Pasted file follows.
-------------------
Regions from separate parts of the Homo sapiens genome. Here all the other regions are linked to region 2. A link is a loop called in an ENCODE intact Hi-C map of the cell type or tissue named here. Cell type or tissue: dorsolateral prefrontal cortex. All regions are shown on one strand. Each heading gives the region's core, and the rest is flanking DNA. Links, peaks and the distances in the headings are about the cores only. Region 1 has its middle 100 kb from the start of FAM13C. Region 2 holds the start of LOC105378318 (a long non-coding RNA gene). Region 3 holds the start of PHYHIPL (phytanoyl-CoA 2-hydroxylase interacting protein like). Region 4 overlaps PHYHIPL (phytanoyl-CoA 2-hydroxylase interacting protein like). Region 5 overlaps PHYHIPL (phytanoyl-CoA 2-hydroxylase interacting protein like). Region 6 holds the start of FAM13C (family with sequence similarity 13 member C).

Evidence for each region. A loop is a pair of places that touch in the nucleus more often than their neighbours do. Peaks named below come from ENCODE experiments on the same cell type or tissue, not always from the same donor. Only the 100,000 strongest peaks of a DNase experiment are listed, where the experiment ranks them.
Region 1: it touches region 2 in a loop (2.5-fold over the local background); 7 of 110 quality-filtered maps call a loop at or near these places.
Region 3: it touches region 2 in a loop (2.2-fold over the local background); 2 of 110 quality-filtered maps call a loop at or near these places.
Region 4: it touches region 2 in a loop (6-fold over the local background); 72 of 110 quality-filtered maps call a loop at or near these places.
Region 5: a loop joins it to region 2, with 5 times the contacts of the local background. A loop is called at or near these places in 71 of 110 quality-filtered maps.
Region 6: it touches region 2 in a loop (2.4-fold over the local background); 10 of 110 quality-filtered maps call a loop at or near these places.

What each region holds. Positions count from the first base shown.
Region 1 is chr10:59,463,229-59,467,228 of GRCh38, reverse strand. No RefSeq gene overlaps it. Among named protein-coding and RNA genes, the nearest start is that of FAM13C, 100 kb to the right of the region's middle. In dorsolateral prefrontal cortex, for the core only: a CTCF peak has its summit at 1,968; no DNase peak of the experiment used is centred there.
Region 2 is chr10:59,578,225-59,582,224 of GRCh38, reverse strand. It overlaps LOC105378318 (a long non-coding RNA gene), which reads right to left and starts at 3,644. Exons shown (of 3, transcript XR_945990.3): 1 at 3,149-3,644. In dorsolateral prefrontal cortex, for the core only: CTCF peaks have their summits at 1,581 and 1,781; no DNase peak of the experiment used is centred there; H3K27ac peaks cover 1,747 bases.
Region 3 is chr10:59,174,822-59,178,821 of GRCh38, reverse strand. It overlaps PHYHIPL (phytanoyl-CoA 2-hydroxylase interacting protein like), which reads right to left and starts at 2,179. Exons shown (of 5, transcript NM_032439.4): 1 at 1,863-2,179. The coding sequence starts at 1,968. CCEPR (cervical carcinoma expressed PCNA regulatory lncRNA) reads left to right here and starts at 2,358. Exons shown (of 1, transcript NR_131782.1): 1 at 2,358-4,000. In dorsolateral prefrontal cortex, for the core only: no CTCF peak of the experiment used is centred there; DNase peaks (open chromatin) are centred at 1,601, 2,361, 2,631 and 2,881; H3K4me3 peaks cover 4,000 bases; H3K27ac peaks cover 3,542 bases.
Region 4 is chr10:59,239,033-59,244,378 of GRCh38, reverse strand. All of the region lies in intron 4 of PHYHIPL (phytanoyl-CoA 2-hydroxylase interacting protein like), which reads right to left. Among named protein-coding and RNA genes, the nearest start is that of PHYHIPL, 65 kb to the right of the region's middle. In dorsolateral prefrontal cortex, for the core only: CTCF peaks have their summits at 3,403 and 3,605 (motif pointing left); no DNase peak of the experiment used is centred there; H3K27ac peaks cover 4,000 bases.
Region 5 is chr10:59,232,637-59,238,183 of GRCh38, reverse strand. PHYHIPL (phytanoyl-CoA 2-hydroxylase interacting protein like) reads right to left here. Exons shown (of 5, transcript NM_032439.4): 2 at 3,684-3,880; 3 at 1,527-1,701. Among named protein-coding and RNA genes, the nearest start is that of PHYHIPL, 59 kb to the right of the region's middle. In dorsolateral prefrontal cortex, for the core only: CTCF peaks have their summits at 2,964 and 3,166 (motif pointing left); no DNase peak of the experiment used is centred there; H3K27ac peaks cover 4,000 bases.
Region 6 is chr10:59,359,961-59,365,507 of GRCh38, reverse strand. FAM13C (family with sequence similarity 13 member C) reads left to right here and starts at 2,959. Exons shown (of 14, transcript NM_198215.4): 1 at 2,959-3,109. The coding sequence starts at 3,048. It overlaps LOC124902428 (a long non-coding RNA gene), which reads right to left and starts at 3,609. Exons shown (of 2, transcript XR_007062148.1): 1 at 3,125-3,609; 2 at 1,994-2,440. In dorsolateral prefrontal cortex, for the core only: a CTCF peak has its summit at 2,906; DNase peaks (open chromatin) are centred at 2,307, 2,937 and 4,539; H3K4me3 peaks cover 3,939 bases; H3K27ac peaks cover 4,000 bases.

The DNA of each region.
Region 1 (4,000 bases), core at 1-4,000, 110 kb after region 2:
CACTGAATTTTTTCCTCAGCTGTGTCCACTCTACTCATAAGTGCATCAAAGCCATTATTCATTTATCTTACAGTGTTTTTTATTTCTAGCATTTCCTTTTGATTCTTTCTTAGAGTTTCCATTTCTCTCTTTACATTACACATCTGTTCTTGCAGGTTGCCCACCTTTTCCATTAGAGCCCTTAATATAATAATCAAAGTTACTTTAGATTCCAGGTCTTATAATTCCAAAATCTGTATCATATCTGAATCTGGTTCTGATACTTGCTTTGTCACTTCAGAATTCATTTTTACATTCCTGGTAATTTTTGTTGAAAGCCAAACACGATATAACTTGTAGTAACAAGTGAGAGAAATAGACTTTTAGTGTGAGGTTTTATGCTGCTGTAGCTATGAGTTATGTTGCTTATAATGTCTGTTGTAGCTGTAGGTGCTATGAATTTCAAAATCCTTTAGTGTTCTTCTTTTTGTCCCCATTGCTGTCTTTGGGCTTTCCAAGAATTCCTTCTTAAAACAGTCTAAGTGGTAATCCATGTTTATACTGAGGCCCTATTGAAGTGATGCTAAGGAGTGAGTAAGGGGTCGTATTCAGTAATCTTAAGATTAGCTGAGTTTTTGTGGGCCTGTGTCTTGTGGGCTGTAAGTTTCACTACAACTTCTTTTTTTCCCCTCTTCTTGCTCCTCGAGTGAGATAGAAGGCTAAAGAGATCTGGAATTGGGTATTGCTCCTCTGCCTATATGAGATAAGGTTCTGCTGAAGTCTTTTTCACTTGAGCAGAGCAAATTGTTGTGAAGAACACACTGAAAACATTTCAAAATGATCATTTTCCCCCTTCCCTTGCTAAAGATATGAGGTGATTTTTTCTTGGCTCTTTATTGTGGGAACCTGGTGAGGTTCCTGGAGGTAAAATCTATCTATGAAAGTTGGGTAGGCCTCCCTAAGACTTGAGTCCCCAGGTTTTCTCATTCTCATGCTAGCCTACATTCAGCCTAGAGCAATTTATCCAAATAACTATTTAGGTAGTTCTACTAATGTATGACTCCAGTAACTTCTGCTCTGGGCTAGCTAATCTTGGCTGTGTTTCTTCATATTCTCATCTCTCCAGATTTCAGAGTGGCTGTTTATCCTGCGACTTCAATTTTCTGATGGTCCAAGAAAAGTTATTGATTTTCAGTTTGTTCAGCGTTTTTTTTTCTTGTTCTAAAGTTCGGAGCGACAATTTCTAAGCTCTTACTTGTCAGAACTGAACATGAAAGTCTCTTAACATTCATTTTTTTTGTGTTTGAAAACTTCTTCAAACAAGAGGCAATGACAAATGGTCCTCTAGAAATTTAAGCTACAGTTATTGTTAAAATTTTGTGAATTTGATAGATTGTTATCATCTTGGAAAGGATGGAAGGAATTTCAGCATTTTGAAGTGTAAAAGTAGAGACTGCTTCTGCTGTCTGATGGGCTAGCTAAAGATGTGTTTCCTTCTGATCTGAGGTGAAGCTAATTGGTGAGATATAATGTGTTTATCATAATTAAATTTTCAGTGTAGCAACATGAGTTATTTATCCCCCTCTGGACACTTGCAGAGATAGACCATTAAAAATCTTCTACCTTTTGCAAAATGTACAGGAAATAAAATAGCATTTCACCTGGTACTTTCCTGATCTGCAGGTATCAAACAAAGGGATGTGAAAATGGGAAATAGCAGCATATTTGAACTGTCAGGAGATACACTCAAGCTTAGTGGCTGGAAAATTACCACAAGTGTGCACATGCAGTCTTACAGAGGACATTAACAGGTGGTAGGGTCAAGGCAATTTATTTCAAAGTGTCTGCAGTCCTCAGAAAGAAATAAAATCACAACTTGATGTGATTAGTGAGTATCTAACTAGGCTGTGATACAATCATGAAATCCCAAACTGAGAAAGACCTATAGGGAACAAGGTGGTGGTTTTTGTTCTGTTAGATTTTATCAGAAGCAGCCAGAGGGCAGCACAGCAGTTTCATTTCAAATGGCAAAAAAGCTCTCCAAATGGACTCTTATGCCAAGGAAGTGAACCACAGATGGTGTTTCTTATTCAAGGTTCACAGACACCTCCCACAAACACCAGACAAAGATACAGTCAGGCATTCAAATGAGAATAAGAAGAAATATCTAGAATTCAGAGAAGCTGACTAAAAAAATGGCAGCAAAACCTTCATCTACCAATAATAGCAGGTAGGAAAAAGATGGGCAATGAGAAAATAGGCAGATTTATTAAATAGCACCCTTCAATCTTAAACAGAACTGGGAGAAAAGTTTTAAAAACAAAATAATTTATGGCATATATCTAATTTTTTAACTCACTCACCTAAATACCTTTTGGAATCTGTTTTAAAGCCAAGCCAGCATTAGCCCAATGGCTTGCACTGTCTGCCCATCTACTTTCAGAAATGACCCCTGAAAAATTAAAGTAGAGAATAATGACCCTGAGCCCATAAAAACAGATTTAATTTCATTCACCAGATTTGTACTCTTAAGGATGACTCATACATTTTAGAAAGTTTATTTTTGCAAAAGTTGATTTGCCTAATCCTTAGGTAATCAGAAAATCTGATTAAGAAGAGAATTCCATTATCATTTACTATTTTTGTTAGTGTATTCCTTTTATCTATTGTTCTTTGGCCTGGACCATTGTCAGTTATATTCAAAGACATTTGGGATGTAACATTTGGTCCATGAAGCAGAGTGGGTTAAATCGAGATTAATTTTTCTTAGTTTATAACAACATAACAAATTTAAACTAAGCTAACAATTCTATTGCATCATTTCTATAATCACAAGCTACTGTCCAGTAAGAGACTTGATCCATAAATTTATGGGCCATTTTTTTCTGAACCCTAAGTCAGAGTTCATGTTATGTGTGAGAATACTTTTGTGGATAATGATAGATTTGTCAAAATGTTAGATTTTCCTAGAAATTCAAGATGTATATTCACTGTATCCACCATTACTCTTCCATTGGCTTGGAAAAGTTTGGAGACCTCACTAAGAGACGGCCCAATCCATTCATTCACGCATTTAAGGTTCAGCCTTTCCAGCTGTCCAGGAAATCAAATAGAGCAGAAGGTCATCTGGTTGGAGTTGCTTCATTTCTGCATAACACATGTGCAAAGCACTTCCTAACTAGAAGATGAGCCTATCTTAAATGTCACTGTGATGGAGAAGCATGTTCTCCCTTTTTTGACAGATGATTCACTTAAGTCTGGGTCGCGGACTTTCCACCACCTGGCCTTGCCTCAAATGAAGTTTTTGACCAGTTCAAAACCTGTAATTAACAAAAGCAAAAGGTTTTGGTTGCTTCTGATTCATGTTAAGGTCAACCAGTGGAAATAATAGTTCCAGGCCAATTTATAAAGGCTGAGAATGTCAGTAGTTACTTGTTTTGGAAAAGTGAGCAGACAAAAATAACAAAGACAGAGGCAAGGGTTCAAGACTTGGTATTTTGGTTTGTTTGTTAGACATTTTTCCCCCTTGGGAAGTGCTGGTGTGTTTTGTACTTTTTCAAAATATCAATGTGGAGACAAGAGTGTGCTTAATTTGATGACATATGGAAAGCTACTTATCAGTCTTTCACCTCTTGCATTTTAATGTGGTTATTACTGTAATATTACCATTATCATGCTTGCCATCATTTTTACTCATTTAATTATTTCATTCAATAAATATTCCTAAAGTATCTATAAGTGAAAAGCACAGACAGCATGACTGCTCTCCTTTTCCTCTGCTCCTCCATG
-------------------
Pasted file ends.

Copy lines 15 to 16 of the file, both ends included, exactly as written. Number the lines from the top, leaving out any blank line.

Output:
The DNA of each region.
Region 1 (4,000 bases), core at 1-4,000, 110 kb after region 2: